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why chipset needn't PERR#?

We're using a chipset and I find that there is no PERR# pin within the PCI interface.And in the system the only PCI slot's PERR# pin is left unconnected(but with pull up resistor).
I read in PCI spec that chipset used in mainboard is excluded from the requirement to implement the PERR# signal. According to the explanation of the PCI spec and Tom Shanley's "PCI system architecture",the chipset surely can learn whether parity error occurs when performing reading. But when initiating a write  ,how can the chipset get to know that a parity error is detected by the target?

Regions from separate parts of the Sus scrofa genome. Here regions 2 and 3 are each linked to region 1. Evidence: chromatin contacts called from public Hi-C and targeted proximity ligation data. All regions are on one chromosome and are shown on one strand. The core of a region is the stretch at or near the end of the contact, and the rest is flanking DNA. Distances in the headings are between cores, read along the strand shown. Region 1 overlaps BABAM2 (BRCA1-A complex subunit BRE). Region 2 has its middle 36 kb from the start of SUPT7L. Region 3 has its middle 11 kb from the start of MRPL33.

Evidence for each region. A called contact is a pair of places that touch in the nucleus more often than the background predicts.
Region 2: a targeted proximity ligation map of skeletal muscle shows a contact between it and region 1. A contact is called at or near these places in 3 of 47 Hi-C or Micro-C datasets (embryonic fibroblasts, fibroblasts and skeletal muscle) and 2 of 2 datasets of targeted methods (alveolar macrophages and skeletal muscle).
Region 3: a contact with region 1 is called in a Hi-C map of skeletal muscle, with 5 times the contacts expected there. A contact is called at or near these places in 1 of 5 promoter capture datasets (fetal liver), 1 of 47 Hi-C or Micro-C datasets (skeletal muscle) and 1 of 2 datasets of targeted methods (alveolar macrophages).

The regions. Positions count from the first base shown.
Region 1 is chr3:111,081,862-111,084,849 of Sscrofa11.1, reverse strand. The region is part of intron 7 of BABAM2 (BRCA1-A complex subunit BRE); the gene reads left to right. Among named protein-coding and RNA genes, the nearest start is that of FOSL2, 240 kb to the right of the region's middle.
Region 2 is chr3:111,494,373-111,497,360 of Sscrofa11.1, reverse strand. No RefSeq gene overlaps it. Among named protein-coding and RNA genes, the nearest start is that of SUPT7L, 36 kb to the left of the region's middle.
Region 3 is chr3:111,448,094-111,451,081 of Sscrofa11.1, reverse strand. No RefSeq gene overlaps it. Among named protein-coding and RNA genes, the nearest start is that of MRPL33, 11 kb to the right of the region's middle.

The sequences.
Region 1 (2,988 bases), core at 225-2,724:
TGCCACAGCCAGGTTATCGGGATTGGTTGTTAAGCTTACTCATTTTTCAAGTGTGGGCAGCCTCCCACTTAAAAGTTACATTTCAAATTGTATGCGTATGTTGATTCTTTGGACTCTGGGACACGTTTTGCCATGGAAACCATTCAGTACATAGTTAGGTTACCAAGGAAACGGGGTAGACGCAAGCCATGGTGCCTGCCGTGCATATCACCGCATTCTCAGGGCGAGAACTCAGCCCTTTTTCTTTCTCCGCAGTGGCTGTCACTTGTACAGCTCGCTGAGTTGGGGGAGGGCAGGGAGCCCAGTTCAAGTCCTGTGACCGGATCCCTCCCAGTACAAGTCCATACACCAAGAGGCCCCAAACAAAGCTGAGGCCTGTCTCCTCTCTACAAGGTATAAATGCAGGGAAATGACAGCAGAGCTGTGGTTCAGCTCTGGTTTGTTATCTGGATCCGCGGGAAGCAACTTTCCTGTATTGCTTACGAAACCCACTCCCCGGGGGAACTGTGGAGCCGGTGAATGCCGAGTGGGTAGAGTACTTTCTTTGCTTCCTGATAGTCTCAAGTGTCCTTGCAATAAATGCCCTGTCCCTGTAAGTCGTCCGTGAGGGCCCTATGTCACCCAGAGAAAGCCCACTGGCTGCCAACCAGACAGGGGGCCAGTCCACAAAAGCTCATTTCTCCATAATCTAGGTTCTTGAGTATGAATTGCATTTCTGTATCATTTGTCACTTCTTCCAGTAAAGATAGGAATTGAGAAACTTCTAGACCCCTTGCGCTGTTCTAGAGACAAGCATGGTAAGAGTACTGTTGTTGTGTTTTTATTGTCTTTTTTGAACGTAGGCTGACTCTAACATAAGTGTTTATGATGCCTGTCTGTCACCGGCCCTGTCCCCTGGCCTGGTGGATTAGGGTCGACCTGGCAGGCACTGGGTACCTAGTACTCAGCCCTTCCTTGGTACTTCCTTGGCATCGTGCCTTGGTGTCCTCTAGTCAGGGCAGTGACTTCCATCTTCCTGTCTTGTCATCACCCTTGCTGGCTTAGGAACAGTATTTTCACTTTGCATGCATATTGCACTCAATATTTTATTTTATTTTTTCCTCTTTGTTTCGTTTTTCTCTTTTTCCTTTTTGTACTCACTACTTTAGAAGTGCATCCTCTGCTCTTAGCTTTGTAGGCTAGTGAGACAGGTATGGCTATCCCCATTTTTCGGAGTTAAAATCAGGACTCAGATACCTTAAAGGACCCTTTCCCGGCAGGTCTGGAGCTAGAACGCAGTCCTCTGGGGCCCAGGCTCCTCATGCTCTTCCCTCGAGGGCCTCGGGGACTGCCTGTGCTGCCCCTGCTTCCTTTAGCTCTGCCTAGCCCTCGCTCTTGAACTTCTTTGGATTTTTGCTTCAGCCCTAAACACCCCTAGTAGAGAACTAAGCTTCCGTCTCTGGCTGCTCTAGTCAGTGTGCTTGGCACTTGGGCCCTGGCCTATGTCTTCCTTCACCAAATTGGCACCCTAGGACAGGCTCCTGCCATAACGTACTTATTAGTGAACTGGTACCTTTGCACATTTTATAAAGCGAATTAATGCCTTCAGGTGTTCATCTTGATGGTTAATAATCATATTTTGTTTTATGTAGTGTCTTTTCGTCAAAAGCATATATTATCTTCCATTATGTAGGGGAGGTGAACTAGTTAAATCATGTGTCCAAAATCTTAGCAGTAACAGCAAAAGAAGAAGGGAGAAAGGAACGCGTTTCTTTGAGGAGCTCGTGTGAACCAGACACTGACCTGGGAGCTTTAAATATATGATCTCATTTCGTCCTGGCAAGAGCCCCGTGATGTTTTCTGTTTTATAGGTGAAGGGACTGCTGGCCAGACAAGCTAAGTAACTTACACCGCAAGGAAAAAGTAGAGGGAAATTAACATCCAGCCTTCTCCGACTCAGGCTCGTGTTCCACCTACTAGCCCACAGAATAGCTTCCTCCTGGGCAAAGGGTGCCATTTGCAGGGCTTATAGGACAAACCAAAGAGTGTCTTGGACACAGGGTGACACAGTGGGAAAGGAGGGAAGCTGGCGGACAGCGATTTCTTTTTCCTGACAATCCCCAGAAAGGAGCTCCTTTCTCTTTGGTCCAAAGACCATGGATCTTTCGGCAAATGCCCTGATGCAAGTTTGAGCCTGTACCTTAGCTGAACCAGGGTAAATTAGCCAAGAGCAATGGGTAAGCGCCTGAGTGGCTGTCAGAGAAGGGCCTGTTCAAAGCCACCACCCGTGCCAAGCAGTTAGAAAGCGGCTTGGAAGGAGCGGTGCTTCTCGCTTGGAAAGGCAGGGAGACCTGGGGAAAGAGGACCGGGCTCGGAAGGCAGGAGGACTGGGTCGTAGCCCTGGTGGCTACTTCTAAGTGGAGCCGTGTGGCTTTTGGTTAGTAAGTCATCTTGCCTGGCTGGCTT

The author of "PCI system architecture" explains this by assuming no PCI slots in system and no PERR# generated by PCI device. Obviously,it's just an assumption!Can anybody tell me how does a chipset get the information of detecting of parity errors by other devices?
I'm confused about that and any light threw on me will be appreciated!
Thanks in advance.

Liu Yunfei